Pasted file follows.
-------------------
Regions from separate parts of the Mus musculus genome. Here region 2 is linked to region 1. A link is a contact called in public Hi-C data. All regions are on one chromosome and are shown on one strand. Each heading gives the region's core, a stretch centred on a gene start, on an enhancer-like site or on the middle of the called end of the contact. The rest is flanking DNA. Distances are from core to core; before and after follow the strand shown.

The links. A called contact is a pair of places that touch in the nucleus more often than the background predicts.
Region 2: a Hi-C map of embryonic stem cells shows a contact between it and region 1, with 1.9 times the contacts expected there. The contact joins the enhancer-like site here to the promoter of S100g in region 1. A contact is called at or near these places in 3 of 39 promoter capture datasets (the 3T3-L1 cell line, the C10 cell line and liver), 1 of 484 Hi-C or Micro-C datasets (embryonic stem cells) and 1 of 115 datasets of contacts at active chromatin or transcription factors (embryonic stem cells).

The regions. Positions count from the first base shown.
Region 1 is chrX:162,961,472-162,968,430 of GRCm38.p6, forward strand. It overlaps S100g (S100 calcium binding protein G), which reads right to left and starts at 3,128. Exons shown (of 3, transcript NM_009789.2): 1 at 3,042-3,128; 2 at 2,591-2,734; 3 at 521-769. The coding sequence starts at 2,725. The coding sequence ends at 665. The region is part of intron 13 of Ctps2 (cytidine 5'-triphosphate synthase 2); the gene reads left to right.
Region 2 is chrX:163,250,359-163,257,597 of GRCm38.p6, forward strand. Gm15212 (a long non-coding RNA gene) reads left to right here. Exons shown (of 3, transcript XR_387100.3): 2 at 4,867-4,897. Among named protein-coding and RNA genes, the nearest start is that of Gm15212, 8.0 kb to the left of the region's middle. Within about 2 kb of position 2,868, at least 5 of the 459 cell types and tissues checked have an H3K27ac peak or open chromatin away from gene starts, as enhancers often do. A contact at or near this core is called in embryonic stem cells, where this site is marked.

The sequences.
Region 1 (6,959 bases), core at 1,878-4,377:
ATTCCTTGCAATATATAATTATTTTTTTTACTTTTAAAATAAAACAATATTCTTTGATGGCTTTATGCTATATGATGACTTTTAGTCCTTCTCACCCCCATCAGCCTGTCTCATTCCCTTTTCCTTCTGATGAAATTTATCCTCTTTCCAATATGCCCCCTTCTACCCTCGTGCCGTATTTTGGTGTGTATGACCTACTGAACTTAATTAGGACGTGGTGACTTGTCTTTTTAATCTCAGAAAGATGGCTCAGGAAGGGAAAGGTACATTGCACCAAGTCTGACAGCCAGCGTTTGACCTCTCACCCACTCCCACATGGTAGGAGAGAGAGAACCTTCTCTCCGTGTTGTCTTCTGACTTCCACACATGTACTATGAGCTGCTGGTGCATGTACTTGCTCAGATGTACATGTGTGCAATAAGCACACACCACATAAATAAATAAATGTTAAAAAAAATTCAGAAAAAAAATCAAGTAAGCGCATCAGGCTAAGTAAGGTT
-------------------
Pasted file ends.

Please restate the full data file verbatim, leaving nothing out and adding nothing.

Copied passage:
Regions from separate parts of the Mus musculus genome. Here region 2 is linked to region 1. A link is a contact called in public Hi-C data. All regions are on one chromosome and are shown on one strand. Each heading gives the region's core, a stretch centred on a gene start, on an enhancer-like site or on the middle of the called end of the contact. The rest is flanking DNA. Distances are from core to core; before and after follow the strand shown.

The links. A called contact is a pair of places that touch in the nucleus more often than the background predicts.
Region 2: a Hi-C map of embryonic stem cells shows a contact between it and region 1, with 1.9 times the contacts expected there. The contact joins the enhancer-like site here to the promoter of S100g in region 1. A contact is called at or near these places in 3 of 39 promoter capture datasets (the 3T3-L1 cell line, the C10 cell line and liver), 1 of 484 Hi-C or Micro-C datasets (embryonic stem cells) and 1 of 115 datasets of contacts at active chromatin or transcription factors (embryonic stem cells).

The regions. Positions count from the first base shown.
Region 1 is chrX:162,961,472-162,968,430 of GRCm38.p6, forward strand. It overlaps S100g (S100 calcium binding protein G), which reads right to left and starts at 3,128. Exons shown (of 3, transcript NM_009789.2): 1 at 3,042-3,128; 2 at 2,591-2,734; 3 at 521-769. The coding sequence starts at 2,725. The coding sequence ends at 665. The region is part of intron 13 of Ctps2 (cytidine 5'-triphosphate synthase 2); the gene reads left to right.
Region 2 is chrX:163,250,359-163,257,597 of GRCm38.p6, forward strand. Gm15212 (a long non-coding RNA gene) reads left to right here. Exons shown (of 3, transcript XR_387100.3): 2 at 4,867-4,897. Among named protein-coding and RNA genes, the nearest start is that of Gm15212, 8.0 kb to the left of the region's middle. Within about 2 kb of position 2,868, at least 5 of the 459 cell types and tissues checked have an H3K27ac peak or open chromatin away from gene starts, as enhancers often do. A contact at or near this core is called in embryonic stem cells, where this site is marked.

The sequences.
Region 1 (6,959 bases), core at 1,878-4,377:
ATTCCTTGCAATATATAATTATTTTTTTTACTTTTAAAATAAAACAATATTCTTTGATGGCTTTATGCTATATGATGACTTTTAGTCCTTCTCACCCCCATCAGCCTGTCTCATTCCCTTTTCCTTCTGATGAAATTTATCCTCTTTCCAATATGCCCCCTTCTACCCTCGTGCCGTATTTTGGTGTGTATGACCTACTGAACTTAATTAGGACGTGGTGACTTGTCTTTTTAATCTCAGAAAGATGGCTCAGGAAGGGAAAGGTACATTGCACCAAGTCTGACAGCCAGCGTTTGACCTCTCACCCACTCCCACATGGTAGGAGAGAGAGAACCTTCTCTCCGTGTTGTCTTCTGACTTCCACACATGTACTATGAGCTGCTGGTGCATGTACTTGCTCAGATGTACATGTGTGCAATAAGCACACACCACATAAATAAATAAATGTTAAAAAAAATTCAGAAAAAAAATCAAGTAAGCGCATCAGGCTAAGTAAGGTT